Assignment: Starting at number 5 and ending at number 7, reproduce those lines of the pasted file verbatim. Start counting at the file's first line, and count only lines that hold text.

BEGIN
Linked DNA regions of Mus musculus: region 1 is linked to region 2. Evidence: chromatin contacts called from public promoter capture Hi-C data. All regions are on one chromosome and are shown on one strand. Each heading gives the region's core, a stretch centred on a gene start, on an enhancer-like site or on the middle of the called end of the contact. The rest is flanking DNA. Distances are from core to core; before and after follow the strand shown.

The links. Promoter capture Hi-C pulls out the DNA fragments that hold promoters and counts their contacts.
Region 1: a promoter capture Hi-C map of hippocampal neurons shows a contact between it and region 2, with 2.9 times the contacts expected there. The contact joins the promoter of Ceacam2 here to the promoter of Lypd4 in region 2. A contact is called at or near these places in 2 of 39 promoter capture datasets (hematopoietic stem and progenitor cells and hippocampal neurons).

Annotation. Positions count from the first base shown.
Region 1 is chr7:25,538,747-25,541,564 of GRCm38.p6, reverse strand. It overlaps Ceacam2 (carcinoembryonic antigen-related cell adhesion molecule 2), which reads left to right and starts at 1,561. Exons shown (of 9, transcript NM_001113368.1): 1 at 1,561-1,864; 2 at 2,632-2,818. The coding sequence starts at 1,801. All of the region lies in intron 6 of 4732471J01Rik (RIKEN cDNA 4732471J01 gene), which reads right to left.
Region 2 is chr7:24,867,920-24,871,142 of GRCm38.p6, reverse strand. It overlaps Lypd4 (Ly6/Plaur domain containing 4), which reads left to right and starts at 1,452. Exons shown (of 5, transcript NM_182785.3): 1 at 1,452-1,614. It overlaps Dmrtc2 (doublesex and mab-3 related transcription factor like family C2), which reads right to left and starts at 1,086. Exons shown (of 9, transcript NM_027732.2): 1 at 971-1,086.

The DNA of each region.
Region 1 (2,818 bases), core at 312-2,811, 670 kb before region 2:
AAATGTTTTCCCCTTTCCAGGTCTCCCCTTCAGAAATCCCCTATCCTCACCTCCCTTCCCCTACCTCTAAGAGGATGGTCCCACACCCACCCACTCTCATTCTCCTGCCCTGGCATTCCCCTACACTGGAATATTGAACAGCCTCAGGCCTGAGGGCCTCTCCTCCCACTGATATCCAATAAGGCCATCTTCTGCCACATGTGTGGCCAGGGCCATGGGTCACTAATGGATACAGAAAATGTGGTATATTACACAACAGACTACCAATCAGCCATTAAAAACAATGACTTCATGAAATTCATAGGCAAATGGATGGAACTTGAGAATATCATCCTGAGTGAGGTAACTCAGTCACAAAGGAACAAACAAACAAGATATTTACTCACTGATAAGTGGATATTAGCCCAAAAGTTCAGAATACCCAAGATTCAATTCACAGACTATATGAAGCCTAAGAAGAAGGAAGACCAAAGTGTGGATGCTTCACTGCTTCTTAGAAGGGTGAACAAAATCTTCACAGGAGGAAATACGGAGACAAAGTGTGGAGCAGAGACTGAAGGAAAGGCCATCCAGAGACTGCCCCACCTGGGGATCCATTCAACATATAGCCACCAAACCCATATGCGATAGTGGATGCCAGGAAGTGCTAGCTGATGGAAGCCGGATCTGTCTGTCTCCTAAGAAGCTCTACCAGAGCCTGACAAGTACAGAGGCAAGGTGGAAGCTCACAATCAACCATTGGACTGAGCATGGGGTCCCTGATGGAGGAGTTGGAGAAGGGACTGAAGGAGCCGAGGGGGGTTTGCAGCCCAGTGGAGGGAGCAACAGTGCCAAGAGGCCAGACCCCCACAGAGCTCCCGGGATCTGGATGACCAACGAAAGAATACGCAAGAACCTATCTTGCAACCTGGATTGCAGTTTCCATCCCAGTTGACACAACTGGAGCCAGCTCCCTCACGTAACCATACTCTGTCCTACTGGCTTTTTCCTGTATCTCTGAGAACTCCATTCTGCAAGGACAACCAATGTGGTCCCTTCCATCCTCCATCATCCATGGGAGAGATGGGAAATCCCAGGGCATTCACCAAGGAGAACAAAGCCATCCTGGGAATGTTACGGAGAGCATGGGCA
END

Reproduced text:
Region 1 is chr7:25,538,747-25,541,564 of GRCm38.p6, reverse strand. It overlaps Ceacam2 (carcinoembryonic antigen-related cell adhesion molecule 2), which reads left to right and starts at 1,561. Exons shown (of 9, transcript NM_001113368.1): 1 at 1,561-1,864; 2 at 2,632-2,818. The coding sequence starts at 1,801. All of the region lies in intron 6 of 4732471J01Rik (RIKEN cDNA 4732471J01 gene), which reads right to left.
Region 2 is chr7:24,867,920-24,871,142 of GRCm38.p6, reverse strand. It overlaps Lypd4 (Ly6/Plaur domain containing 4), which reads left to right and starts at 1,452. Exons shown (of 5, transcript NM_182785.3): 1 at 1,452-1,614. It overlaps Dmrtc2 (doublesex and mab-3 related transcription factor like family C2), which reads right to left and starts at 1,086. Exons shown (of 9, transcript NM_027732.2): 1 at 971-1,086.

The DNA of each region.